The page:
Interview with Penelope Schott

I first met Penelope Schott in November of 2008, shortly after her collection, A is for Anne: Mistress Hutchinson Disturbs the Commonwealth, won the Oregon Book Award for poetry. Schott has two new collections out: a chapbook, Under Taos Mountain: The Terrible Quarrel of Magpie and Tia, (© 2009, Rain Mountain Press, winner ...

Interview with Joseph Millar

Joseph Millar’s poetry spoke to me the instant I opened his first collection, Overtime (Eastern Washington University Press, 2001), a book that spans across the great American landscape and touches upon everything from fathers and sons to the telephone lines. As Millar mentioned when we spoke, the poems in Overtime s...

Interview with Peter Sears

As much as Peter Sears gets jazzed by his own work, he’s equally excited – if not more – by the prospects of helping writers at all levels find the line or turn the phrase they’re shooting for. Born in New York, Sears has taught at the Iowa Writer’s Workshop,...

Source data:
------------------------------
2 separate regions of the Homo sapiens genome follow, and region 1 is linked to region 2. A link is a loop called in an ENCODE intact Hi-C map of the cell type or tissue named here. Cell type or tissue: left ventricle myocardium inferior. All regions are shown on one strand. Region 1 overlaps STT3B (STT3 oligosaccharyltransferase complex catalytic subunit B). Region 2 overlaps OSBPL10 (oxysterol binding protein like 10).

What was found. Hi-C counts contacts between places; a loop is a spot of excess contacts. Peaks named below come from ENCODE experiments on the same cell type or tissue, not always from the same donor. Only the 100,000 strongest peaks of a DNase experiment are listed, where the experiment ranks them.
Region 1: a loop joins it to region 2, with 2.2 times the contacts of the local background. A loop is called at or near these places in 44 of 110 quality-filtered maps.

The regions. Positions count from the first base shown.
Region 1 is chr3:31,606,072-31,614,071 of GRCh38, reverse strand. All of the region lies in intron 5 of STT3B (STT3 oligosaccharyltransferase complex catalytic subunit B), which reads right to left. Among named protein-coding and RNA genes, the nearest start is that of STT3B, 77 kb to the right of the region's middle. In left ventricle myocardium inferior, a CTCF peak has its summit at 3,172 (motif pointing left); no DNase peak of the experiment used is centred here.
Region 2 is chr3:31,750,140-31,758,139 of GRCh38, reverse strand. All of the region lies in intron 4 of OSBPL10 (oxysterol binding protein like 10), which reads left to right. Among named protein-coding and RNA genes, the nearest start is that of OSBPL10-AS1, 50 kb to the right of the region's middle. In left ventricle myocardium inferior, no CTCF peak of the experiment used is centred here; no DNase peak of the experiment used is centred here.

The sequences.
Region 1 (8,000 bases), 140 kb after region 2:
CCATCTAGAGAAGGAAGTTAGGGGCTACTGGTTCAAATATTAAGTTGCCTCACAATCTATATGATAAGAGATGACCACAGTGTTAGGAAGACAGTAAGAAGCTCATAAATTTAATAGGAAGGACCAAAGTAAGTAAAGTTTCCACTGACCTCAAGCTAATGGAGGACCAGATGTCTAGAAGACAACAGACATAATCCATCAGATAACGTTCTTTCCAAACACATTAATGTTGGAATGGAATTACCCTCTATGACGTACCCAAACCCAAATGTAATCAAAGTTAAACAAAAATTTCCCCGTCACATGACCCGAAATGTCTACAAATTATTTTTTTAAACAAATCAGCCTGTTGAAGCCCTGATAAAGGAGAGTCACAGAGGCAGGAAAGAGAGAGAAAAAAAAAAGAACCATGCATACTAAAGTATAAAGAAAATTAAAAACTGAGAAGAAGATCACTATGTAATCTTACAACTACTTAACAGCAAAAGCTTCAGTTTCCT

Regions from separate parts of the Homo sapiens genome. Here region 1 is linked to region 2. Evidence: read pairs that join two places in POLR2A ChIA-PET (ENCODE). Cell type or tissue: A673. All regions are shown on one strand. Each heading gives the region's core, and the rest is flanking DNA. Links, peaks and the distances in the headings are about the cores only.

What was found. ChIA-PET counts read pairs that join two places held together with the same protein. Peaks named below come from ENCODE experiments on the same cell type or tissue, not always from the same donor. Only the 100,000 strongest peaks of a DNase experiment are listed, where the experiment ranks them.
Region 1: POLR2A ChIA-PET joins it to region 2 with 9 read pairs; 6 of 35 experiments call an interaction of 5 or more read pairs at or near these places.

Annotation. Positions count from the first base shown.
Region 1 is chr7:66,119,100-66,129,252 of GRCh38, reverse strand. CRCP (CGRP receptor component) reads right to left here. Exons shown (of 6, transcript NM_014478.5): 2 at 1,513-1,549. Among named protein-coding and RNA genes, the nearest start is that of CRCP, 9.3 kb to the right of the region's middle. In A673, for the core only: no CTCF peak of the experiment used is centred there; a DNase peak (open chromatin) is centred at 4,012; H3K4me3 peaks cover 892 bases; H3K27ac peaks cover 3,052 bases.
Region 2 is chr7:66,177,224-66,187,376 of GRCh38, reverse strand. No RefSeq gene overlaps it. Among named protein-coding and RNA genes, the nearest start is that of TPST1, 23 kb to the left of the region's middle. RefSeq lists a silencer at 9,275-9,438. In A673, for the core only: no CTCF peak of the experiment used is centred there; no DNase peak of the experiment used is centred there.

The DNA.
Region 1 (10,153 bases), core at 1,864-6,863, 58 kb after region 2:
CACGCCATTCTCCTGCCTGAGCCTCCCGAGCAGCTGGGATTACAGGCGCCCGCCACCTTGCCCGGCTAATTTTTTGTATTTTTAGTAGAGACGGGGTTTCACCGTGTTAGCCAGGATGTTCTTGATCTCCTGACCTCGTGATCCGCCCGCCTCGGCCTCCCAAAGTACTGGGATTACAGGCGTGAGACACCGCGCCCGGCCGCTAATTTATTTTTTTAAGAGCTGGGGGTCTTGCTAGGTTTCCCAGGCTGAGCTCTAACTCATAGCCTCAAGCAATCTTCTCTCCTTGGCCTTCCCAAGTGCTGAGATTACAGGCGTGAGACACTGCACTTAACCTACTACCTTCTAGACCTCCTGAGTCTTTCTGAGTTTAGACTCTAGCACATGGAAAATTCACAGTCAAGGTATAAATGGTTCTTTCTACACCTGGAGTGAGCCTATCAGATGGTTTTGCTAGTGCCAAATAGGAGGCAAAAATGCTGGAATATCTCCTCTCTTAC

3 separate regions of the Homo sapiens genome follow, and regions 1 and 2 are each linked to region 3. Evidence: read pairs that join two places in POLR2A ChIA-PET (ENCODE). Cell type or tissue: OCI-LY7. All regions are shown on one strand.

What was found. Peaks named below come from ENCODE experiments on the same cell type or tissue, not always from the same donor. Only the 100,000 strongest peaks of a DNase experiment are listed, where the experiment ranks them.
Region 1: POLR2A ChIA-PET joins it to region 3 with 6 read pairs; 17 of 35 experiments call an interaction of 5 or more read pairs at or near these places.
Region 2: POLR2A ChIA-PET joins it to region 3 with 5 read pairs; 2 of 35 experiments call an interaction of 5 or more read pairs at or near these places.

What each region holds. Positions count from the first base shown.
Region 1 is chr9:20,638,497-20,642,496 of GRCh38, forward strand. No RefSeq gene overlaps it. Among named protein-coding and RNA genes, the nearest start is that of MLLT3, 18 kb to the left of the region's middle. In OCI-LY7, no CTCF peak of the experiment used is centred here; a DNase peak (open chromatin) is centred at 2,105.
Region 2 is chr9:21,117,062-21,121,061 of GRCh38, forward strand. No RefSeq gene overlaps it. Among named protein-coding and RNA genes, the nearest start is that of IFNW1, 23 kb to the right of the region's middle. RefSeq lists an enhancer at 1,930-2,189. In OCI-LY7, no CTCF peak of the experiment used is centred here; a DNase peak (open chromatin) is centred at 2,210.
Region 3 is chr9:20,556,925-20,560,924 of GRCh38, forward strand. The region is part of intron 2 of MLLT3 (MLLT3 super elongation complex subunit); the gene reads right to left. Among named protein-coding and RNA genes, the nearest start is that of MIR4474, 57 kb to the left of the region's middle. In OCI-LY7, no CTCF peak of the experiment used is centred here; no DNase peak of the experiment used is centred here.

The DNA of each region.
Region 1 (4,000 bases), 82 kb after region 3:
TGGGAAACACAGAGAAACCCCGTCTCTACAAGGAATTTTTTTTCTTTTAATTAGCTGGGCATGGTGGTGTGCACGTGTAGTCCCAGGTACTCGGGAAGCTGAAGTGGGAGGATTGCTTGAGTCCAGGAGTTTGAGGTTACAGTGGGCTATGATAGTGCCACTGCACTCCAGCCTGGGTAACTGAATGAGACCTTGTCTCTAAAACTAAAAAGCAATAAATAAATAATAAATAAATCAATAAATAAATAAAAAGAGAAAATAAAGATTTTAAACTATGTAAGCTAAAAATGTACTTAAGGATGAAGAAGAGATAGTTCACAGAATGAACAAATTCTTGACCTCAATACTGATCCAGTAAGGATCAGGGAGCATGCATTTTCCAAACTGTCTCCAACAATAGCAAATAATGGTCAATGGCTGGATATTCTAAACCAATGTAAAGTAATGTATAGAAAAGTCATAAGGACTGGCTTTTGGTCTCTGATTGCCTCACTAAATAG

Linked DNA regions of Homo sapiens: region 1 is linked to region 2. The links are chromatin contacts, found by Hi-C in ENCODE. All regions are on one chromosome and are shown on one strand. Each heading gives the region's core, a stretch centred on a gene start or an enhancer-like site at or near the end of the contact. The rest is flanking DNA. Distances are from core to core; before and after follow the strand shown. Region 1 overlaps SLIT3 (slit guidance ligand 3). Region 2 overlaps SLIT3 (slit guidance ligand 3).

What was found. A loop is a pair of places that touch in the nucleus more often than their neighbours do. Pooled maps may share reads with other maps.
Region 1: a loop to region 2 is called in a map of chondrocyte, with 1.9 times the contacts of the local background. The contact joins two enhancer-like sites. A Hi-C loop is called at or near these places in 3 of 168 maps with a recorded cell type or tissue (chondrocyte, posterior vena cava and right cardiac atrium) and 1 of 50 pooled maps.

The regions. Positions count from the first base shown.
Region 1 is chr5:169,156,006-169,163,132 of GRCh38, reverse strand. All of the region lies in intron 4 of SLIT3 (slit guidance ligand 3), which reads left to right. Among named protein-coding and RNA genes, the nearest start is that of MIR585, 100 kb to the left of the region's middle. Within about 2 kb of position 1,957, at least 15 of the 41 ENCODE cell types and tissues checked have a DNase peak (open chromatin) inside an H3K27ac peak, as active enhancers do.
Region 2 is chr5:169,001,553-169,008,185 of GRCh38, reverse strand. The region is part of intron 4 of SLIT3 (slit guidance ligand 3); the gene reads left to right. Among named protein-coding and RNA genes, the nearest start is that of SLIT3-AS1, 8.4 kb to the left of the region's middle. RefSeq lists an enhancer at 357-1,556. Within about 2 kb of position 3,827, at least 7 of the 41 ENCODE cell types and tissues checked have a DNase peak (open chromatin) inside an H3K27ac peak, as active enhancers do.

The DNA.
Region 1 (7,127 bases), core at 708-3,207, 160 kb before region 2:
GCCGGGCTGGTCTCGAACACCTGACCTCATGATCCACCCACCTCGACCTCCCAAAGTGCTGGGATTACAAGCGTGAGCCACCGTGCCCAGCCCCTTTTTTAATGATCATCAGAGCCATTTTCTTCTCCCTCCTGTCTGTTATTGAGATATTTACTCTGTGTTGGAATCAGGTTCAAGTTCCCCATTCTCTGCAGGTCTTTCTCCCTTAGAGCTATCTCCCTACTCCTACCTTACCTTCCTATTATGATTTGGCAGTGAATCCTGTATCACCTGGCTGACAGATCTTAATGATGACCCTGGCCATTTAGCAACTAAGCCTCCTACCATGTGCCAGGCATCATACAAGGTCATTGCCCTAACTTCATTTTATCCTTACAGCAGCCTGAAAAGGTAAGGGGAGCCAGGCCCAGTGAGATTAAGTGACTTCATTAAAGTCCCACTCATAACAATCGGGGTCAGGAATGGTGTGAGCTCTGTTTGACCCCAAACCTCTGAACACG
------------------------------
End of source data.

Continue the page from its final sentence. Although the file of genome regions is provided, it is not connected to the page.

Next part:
Interview with Ed Skoog

Ed Skoog has one of those minds that always seem to be working, whether he is actively crafting a poem, talking poetry with a student or another writer, or simply reflecting on the place where he currently finds himself. I caught up with him on the day of his 38th...

Interview with Henry Hughes

I wasn’t familiar with Henry Hughes’ work until a local poet, Celeste Thompson, introduced us. His second full-length collection, Moist Meridian (© 2009, Mammoth Books) arrived shortly thereafter, and I was quickly wrapped up in Hughes’ use of language, as well as the clever and playful way his poems approached topics around...